Nike Reneges on Android FuelBand App; Should Owners Be Upset?


Smartphones can be a great tool for keeping track of exercise, whether that’s using their GPS receivers to document runs or connecting with devices like heart rate monitors. Last year, Nike launched its own solution, a wristband-based accelerometer called the FuelBand. While users can upload their data to Nike’s personal tracking website via there computers, or with an iOS app, there hasn’t been a similar version available for Android. Despite ongoing assurances that such an Android app was forthcoming, Nike has now changed its tune, announcing that it is not working on any Android release.

Nike had originally forecasted that its Android app would be out sometime last summer. As the season started winding down, users reached out to the company, which assured them through its official Twitter support account that, despite no confirmed release date, that Android app was still definitely coming. Today, though, Nike has a very different message:

“To deliver the best experience for all Nike+ FuelBand users, we are focusing on the FuelBand experience across iOS and, where you can sync your activity, set new goals, and connect with friends. At this time, we are not working on an Android version of the mobile app.”

That’s got to be a real slap in the face for Android users who bought the FuelBand expecting this app to be right around the corner. Sure, they can still enter their data with a computer, but that’s probably not going to make this news any nicer to hear.

There’s already a good deal of outrage brewing online over this news, but so far no word from Nike that it intends to rethink its decision. While definitely unfortunate, we bet this kind of treatment is hardly exclusive to Nike and the FuelBand; have you ever bought a gadget that promised eventual support for your smartphone, only to never see that support arrive?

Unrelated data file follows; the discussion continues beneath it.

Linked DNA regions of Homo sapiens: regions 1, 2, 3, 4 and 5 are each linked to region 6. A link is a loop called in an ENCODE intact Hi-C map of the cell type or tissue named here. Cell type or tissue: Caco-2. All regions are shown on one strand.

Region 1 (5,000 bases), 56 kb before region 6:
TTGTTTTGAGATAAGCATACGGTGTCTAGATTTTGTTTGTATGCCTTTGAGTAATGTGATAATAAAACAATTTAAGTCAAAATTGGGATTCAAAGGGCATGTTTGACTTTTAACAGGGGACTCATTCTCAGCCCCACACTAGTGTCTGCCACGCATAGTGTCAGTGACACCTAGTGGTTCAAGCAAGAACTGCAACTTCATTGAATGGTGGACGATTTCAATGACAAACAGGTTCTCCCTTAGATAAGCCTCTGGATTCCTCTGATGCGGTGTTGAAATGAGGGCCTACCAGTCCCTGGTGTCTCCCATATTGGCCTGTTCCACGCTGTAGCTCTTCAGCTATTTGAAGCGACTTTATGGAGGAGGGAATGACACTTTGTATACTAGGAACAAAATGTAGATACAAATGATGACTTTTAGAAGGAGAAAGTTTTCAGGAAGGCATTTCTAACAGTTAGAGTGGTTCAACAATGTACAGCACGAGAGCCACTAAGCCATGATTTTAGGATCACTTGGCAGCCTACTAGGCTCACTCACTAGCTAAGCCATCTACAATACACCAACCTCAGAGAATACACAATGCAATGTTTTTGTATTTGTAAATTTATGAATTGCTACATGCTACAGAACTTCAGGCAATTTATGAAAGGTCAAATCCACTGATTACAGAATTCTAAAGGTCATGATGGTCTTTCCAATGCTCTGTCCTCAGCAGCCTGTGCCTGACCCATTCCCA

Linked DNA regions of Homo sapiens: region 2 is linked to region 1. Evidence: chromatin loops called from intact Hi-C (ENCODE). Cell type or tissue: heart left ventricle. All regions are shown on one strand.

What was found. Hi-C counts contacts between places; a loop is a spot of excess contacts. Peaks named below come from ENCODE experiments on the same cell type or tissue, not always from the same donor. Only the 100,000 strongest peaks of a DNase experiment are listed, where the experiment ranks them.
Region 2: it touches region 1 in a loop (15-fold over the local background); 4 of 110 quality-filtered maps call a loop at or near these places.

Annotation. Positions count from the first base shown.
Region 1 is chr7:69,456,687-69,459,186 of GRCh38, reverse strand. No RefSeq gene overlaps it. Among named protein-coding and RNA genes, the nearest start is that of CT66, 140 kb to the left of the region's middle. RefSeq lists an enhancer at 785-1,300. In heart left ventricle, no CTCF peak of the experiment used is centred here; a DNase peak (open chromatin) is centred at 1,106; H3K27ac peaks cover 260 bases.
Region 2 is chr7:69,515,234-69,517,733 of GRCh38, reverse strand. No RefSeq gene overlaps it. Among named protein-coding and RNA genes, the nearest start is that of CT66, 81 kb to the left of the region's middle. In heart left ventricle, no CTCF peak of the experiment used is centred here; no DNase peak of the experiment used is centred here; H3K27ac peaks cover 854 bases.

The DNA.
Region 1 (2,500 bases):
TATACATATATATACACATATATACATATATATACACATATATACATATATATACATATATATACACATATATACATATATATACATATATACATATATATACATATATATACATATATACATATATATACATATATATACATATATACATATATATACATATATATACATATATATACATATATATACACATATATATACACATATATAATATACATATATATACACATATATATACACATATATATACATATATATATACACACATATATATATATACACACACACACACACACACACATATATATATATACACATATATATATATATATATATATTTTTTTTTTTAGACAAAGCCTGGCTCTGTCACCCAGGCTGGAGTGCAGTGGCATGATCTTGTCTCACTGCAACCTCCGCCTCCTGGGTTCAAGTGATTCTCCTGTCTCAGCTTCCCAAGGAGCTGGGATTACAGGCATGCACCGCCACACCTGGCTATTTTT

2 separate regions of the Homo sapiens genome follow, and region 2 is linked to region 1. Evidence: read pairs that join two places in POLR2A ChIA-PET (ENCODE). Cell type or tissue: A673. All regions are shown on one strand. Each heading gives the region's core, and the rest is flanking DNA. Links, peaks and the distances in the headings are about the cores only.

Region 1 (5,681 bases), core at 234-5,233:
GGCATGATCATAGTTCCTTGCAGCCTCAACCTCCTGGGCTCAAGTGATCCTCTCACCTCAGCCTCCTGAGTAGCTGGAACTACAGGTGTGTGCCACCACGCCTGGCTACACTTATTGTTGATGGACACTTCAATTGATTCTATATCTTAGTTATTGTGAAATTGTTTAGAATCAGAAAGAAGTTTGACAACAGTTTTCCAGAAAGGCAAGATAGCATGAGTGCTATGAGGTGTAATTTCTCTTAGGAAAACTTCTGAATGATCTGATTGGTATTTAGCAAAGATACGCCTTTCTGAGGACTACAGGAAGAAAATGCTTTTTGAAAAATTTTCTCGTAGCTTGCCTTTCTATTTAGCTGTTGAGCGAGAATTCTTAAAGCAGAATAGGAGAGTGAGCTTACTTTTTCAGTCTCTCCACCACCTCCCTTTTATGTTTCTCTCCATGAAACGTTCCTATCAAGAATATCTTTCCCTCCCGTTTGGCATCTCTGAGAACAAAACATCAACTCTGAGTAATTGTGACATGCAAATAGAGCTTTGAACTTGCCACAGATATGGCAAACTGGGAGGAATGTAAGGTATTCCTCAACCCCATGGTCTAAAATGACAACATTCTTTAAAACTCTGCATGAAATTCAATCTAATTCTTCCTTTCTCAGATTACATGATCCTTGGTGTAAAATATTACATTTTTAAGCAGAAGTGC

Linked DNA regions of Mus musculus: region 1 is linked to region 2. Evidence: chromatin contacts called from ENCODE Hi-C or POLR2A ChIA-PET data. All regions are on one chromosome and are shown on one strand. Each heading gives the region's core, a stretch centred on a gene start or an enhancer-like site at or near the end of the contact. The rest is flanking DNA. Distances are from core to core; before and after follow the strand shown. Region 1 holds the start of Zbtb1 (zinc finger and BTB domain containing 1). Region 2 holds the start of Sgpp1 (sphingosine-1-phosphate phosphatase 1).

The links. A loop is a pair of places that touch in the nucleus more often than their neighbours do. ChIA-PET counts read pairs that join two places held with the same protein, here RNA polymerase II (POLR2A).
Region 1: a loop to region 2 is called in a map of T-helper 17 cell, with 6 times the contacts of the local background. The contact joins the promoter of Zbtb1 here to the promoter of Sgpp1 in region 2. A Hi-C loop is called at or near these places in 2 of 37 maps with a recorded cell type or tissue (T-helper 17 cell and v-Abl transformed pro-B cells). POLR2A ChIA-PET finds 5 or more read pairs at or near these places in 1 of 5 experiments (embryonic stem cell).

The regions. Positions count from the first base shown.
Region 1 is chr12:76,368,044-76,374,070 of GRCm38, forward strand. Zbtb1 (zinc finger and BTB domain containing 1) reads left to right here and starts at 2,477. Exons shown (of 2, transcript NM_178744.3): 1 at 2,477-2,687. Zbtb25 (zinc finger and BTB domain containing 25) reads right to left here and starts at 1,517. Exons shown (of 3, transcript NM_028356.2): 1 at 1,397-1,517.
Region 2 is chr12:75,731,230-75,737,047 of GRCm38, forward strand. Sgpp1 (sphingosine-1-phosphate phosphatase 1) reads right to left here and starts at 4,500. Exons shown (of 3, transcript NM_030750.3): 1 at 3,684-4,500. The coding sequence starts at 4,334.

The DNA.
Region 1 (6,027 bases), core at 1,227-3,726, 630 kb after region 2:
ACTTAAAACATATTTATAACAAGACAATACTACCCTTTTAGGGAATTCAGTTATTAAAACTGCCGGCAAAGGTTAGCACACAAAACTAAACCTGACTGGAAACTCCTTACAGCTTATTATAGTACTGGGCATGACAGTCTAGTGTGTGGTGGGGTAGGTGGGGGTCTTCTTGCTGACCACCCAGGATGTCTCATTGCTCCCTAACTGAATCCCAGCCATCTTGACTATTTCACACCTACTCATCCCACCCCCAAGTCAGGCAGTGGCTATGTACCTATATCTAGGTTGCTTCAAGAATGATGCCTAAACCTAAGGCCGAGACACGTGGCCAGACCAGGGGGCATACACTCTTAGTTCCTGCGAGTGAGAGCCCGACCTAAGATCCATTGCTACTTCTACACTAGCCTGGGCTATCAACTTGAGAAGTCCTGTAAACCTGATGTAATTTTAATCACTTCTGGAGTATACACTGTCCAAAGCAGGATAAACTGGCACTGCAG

Source: Nike (Twitter), Droid-life
Via: Consumerist

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About The Author
Stephen Schenck
Stephen has been writing about electronics since 2008, which only serves to frustrate him that he waited so long to combine his love of gadgets and his degree in writing. In his spare time, he collects console and arcade game hardware, is a motorcycle enthusiast, and enjoys trapping blue crabs. Stephen's first mobile device was a 624 MHz Dell Axim X30, which he's convinced is still a viable platform. Stephen longs for a market where phones are sold independently of service, and bandwidth is cheap and plentiful; he's not holding his breath. In the meantime, he devours smartphone news and tries to sort out the juicy bits Read more about Stephen Schenck!